The phone call came in July 2010 and was uncharacteristically last minute for such a high-profile event.
The very next Sunday evening I found myself standing on the big stage at the Moscone Center in San Francisco waiting to prepare a senior executive for his big moment in front of a worldwide audience the next morning. The stakes don’t get much higher.
That evening before, the setting was pretty chaotic. Production people with headsets scurried around like ants on a mission. Lights and sound techs made their final tweaks before run-throughs. But then precisely at 6pm, the huge ballroom instantly cleared out as the entire crew headed off to dinner. It was just me and Doug.
I’ve been a speaker coach for a lot of truly amazing people over the last 20 years. Some you’ll never hear about and others you might see on the evening news. And like most senior-level people, they’re pretty used to being one of the smarter people in a room. They’re also comfortable being the focal point of attention around a boardroom table and they all know with certainty where the buck stops.
But that’s where the common ground with many other leaders seems to end.
It takes a certain kind of person to place themselves in the hands of speaker coach. It takes the ability to extend trust to someone they may not know because time is of the essence. (Trust doesn’t come easy for many these days) The moment also requires a certain level of vulnerability. And as far as their egos go, they get checked at the door for a greater good. And if all those things don’t create enough obstacles, the process also submits them to a video camera that will never be a “yes man”. Bottom line…you’ve got to want it.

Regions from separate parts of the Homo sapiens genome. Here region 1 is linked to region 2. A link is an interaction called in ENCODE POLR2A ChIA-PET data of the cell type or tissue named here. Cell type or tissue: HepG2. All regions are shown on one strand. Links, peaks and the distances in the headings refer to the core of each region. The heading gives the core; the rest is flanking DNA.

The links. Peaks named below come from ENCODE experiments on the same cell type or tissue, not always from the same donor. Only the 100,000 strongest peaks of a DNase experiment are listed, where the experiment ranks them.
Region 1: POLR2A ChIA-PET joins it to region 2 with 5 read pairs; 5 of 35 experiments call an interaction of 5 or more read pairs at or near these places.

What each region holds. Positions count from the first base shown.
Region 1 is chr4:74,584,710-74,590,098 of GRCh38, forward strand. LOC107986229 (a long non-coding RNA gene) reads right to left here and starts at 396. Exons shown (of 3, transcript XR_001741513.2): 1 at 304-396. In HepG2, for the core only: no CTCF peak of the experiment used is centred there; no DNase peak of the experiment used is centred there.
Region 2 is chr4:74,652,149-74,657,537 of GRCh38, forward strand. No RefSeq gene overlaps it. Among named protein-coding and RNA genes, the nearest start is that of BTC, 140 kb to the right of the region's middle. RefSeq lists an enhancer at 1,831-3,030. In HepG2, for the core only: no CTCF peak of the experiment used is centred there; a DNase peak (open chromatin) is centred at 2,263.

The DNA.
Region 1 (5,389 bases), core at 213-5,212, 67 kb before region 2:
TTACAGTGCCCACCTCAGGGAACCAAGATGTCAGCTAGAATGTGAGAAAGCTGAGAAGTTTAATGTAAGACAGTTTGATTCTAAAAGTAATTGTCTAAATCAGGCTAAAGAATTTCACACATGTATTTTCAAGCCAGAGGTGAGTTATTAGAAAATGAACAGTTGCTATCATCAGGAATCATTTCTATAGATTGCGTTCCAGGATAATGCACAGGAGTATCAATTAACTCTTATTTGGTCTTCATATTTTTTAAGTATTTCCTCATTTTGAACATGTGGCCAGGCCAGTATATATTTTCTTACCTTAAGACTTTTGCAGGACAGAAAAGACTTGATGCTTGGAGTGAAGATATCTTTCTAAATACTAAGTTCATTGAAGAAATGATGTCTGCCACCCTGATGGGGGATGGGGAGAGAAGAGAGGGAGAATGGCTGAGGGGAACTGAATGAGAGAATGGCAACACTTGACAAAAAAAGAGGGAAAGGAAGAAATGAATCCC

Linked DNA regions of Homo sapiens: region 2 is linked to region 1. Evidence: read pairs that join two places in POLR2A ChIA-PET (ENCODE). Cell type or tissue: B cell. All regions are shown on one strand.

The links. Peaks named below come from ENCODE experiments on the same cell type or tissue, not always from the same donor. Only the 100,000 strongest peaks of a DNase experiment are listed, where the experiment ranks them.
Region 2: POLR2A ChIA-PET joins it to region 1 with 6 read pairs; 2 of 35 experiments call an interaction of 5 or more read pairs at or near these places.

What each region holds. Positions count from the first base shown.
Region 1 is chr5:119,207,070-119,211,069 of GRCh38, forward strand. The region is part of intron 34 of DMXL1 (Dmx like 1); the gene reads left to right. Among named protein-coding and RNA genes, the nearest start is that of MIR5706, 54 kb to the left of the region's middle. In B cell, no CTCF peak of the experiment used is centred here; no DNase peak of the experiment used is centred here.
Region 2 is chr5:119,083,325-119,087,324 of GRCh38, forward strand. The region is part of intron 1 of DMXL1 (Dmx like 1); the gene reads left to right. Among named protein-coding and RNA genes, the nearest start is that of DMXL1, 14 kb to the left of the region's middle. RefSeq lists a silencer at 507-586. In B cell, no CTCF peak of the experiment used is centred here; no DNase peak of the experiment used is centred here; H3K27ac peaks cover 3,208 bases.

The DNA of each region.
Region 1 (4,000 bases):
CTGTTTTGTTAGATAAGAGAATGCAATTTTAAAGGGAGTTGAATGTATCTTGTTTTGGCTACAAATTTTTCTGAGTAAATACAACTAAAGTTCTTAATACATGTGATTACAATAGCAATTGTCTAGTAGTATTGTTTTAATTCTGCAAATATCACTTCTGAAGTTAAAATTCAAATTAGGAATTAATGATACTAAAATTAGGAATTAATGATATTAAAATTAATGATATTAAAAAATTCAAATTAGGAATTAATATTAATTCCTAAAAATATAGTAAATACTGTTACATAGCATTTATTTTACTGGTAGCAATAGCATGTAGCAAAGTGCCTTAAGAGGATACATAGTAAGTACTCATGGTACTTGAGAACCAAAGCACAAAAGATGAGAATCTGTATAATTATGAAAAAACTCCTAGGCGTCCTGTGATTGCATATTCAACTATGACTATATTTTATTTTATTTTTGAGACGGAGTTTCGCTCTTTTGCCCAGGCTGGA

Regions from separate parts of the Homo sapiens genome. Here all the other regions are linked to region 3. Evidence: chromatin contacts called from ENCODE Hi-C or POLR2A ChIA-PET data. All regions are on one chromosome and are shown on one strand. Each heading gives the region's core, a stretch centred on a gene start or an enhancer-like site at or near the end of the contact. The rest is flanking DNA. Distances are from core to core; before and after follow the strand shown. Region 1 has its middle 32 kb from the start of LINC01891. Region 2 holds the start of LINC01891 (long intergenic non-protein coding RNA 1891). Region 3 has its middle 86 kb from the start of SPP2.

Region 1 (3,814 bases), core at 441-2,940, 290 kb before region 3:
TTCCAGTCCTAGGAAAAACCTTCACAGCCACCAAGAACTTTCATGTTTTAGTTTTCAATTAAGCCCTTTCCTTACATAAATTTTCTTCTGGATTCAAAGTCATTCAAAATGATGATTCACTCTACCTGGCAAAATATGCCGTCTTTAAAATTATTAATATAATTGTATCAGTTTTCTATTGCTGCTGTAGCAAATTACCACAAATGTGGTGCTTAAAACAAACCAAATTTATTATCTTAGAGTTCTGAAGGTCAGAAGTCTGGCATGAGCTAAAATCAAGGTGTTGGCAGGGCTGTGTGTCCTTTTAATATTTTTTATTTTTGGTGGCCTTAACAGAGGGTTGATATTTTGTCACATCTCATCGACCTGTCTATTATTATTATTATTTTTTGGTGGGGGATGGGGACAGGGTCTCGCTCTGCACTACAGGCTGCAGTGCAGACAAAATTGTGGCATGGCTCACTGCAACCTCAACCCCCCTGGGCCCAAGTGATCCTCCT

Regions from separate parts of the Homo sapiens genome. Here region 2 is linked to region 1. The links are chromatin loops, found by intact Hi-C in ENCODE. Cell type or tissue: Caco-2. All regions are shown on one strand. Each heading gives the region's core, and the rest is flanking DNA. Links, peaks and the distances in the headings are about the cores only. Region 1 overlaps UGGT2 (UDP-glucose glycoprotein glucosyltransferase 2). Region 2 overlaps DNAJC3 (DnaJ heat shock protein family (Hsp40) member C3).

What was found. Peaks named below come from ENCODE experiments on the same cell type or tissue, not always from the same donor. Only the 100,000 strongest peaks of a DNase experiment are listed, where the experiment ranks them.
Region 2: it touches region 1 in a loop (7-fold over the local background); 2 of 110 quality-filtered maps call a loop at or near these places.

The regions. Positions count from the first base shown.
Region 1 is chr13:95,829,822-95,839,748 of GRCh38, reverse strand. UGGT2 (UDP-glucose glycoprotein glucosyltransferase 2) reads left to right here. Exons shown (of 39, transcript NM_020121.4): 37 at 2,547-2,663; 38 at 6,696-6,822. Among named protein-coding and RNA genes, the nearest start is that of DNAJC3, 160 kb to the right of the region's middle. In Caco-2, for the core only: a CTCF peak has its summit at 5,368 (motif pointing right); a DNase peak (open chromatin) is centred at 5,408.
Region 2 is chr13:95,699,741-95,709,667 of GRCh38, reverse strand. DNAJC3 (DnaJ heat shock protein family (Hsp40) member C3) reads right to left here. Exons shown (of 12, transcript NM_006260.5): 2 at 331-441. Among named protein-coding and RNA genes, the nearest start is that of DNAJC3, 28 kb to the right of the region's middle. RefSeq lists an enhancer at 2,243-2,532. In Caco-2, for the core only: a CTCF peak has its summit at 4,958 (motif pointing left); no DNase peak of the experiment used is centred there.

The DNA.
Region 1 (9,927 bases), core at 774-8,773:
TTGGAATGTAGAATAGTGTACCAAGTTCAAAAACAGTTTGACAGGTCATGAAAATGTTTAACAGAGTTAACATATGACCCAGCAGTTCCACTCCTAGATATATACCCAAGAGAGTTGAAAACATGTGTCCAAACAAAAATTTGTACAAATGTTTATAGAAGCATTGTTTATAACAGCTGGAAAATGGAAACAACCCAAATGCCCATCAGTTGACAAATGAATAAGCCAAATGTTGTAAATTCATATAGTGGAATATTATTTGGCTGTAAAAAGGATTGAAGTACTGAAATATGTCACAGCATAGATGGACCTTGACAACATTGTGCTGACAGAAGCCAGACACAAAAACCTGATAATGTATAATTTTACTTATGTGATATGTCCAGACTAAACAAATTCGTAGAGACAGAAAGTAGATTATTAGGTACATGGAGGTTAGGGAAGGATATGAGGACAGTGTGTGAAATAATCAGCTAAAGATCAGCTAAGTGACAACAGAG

I guess that’s what I truly love about these moments. The executive wouldn’t be there if they didn’t want to be. And down deep they understand the stakes are too high for them and their organizations not to be there with me.
Unfortunately, for every leader who will place themselves in the hands of a presentation coach, there are 20 who would never consider it. It’s just not on their radar screens or in their DNA.
Here are three reasons why that happens and how you can nudge your leaders towards coaching in one of the most essential leadership skills they’ll need for a successful future.
They’re good enough.
20 years ago that may have been true. We just wanted our leaders to be really smart people and if they weren’t good in front of people, it seemed ok at the time. Fast forward to today and social media is filled with smart phone videos of unsuspecting executives. Uncomfortable moments during Q&A or passionless leaders face down at a podium hoping to inspire a decidedly disengaged audience.
Being a good enough presenter isn’t good enough anymore.
Insight: You’ll never hear us talk about the process in remedial terms. For coaching to be meaningful, it must always be about getting to the ‘next level’. Everyone has one – even the very best speakers. Leaders who are in touch with the stakes of their presentations want to find that next level if for no other reason than to ensure they meet their goals. They just need others to introduce them to resources to make that happen. That may be where you come in.
They have zero time on their calendar for non-essentials